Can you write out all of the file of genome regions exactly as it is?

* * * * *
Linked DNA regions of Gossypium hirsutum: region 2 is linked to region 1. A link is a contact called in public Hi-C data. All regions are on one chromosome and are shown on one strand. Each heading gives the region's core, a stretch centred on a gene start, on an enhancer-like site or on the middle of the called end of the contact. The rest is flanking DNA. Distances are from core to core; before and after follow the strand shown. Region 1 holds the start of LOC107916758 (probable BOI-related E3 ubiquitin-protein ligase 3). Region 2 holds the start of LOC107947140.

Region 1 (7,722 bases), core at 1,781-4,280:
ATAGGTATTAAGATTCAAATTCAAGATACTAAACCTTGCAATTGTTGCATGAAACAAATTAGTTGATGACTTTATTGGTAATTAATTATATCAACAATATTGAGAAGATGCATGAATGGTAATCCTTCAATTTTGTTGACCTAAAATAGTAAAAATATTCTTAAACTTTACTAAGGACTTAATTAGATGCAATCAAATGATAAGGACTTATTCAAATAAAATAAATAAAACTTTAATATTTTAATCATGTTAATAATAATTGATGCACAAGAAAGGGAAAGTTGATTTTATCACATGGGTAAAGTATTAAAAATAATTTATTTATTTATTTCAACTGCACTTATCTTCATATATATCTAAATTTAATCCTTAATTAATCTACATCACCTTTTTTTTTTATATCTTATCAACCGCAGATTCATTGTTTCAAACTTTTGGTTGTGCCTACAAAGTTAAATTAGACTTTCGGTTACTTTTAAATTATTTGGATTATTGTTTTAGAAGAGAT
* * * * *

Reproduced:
Linked DNA regions of Gossypium hirsutum: region 2 is linked to region 1. A link is a contact called in public Hi-C data. All regions are on one chromosome and are shown on one strand. Each heading gives the region's core, a stretch centred on a gene start, on an enhancer-like site or on the middle of the called end of the contact. The rest is flanking DNA. Distances are from core to core; before and after follow the strand shown. Region 1 holds the start of LOC107916758 (probable BOI-related E3 ubiquitin-protein ligase 3). Region 2 holds the start of LOC107947140.

Region 1 (7,722 bases), core at 1,781-4,280:
ATAGGTATTAAGATTCAAATTCAAGATACTAAACCTTGCAATTGTTGCATGAAACAAATTAGTTGATGACTTTATTGGTAATTAATTATATCAACAATATTGAGAAGATGCATGAATGGTAATCCTTCAATTTTGTTGACCTAAAATAGTAAAAATATTCTTAAACTTTACTAAGGACTTAATTAGATGCAATCAAATGATAAGGACTTATTCAAATAAAATAAATAAAACTTTAATATTTTAATCATGTTAATAATAATTGATGCACAAGAAAGGGAAAGTTGATTTTATCACATGGGTAAAGTATTAAAAATAATTTATTTATTTATTTCAACTGCACTTATCTTCATATATATCTAAATTTAATCCTTAATTAATCTACATCACCTTTTTTTTTTATATCTTATCAACCGCAGATTCATTGTTTCAAACTTTTGGTTGTGCCTACAAAGTTAAATTAGACTTTCGGTTACTTTTAAATTATTTGGATTATTGTTTTAGAAGAGAT